Like most things in business, communication innovations is dynamic, and needs to be managed and balanced.
But innovation is about much more than solar panels and social networks, and is far more accessible and necessary than most organizations believe. There are traditionally three types or levels of Innovation, and while they go by different names and definitions depending on who you talk to, they range from small, frequent improvements to large, game-changing inventions or ventures.
- Small and often continuous changes to produce more revenue or cost savings from current products, services, and operations
- Reach – Internal Operations and Current Customers
- Examples – Lean Manufacturing, New Flavors or Features
- Improvements to technology or the business model, offering additional value through added convenience or features
- Reach – Current Marketplace and New Customers
- Examples – Online Account Management, Pricing Packages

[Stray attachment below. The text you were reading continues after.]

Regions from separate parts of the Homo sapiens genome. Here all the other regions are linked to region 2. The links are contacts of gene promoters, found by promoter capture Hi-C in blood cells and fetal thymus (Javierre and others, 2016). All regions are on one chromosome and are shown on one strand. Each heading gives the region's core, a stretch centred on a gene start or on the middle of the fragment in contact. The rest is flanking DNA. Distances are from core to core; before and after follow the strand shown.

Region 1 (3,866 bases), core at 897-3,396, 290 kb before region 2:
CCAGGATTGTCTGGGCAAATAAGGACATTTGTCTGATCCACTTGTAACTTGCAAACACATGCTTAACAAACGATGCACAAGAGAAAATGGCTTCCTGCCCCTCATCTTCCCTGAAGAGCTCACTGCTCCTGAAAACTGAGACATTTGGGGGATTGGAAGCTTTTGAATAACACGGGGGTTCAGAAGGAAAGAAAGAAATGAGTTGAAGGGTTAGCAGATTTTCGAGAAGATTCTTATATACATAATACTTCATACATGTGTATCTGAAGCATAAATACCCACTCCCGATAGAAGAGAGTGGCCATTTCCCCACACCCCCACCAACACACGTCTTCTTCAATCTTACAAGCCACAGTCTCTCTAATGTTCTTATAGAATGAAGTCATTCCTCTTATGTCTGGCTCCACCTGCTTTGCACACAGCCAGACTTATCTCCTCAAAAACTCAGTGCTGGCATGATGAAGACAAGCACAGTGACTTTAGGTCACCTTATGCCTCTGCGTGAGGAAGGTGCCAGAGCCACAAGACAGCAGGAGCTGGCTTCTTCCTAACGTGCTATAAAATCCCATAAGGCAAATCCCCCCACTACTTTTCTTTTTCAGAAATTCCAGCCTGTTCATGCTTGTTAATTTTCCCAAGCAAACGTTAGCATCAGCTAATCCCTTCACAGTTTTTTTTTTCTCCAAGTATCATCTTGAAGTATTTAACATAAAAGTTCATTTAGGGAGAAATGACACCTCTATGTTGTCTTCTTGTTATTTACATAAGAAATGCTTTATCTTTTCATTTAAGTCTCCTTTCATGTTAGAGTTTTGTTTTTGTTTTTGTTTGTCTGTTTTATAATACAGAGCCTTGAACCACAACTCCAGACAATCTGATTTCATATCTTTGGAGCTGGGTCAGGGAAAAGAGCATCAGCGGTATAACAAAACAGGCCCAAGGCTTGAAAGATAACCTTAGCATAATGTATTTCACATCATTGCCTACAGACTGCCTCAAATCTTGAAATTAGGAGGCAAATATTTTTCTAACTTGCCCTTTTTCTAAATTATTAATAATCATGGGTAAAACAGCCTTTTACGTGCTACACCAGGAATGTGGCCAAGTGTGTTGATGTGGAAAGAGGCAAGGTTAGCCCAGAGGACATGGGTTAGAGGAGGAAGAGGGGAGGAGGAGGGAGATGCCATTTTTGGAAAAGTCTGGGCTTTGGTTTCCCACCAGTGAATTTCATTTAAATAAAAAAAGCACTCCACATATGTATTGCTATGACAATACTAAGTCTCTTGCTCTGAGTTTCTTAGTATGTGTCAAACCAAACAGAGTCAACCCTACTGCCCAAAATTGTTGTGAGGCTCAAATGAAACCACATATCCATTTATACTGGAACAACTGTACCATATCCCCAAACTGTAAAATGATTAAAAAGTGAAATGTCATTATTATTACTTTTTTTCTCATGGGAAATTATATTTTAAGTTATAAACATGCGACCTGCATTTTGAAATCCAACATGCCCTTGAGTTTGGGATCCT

- Combination of technology and business model changes to create new value through the replacement of previous products and services
- Reach – New Markets and New Customers
- Examples – Reusable Materials, Ecommerce
INTERACTIVE – Is your Company actually ready to Innovate?
With an almost infinite number of opportunities to improve, innovation is truly in the eye of the beholder. There is no singular right way to innovate, but it is best practice to aim for a mix of smaller, safer improvements to constantly improve efficiency, along with investments in larger ideas or changes to take advantage of bigger opportunities as they arise.
Long-term, successful innovation is all about crafting a strategy that aligns with core competencies, market conditions, and an organization’s appetite for risk. It’s a large responsibility that requires constant identification of problems or opportunities, finding new ways to attack those situations, implementation and testing of new ideas, learning from the changes you’ve made, topped off with an engaged workforce that shares your vision for improvement. It is an essential part of not just growing an organization, but keeping it alive.